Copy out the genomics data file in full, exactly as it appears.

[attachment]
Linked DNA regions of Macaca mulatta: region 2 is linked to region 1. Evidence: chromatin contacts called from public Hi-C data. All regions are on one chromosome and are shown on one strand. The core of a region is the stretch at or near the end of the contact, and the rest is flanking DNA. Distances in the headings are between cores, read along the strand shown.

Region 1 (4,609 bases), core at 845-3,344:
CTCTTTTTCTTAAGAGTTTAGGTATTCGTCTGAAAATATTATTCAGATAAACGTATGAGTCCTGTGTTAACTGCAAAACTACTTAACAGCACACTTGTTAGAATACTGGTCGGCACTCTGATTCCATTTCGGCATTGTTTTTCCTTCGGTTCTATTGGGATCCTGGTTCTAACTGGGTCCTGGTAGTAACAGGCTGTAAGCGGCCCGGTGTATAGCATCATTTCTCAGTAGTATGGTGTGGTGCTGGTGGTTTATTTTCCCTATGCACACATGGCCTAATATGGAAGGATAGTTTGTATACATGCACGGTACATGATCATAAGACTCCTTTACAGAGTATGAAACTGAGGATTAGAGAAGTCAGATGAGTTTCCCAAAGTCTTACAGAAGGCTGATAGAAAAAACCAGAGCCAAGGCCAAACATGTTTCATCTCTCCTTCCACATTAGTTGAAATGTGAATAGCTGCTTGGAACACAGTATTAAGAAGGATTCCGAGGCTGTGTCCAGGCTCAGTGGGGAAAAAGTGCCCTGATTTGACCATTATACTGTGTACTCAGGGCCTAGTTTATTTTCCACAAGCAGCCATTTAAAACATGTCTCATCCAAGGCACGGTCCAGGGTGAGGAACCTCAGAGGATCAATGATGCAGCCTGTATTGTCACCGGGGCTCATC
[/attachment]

Linked DNA regions of Macaca mulatta: region 2 is linked to region 1. Evidence: chromatin contacts called from public Hi-C data. All regions are on one chromosome and are shown on one strand. The core of a region is the stretch at or near the end of the contact, and the rest is flanking DNA. Distances in the headings are between cores, read along the strand shown.

Region 1 (4,609 bases), core at 845-3,344:
CTCTTTTTCTTAAGAGTTTAGGTATTCGTCTGAAAATATTATTCAGATAAACGTATGAGTCCTGTGTTAACTGCAAAACTACTTAACAGCACACTTGTTAGAATACTGGTCGGCACTCTGATTCCATTTCGGCATTGTTTTTCCTTCGGTTCTATTGGGATCCTGGTTCTAACTGGGTCCTGGTAGTAACAGGCTGTAAGCGGCCCGGTGTATAGCATCATTTCTCAGTAGTATGGTGTGGTGCTGGTGGTTTATTTTCCCTATGCACACATGGCCTAATATGGAAGGATAGTTTGTATACATGCACGGTACATGATCATAAGACTCCTTTACAGAGTATGAAACTGAGGATTAGAGAAGTCAGATGAGTTTCCCAAAGTCTTACAGAAGGCTGATAGAAAAAACCAGAGCCAAGGCCAAACATGTTTCATCTCTCCTTCCACATTAGTTGAAATGTGAATAGCTGCTTGGAACACAGTATTAAGAAGGATTCCGAGGCTGTGTCCAGGCTCAGTGGGGAAAAAGTGCCCTGATTTGACCATTATACTGTGTACTCAGGGCCTAGTTTATTTTCCACAAGCAGCCATTTAAAACATGTCTCATCCAAGGCACGGTCCAGGGTGAGGAACCTCAGAGGATCAATGATGCAGCCTGTATTGTCACCGGGGCTCATC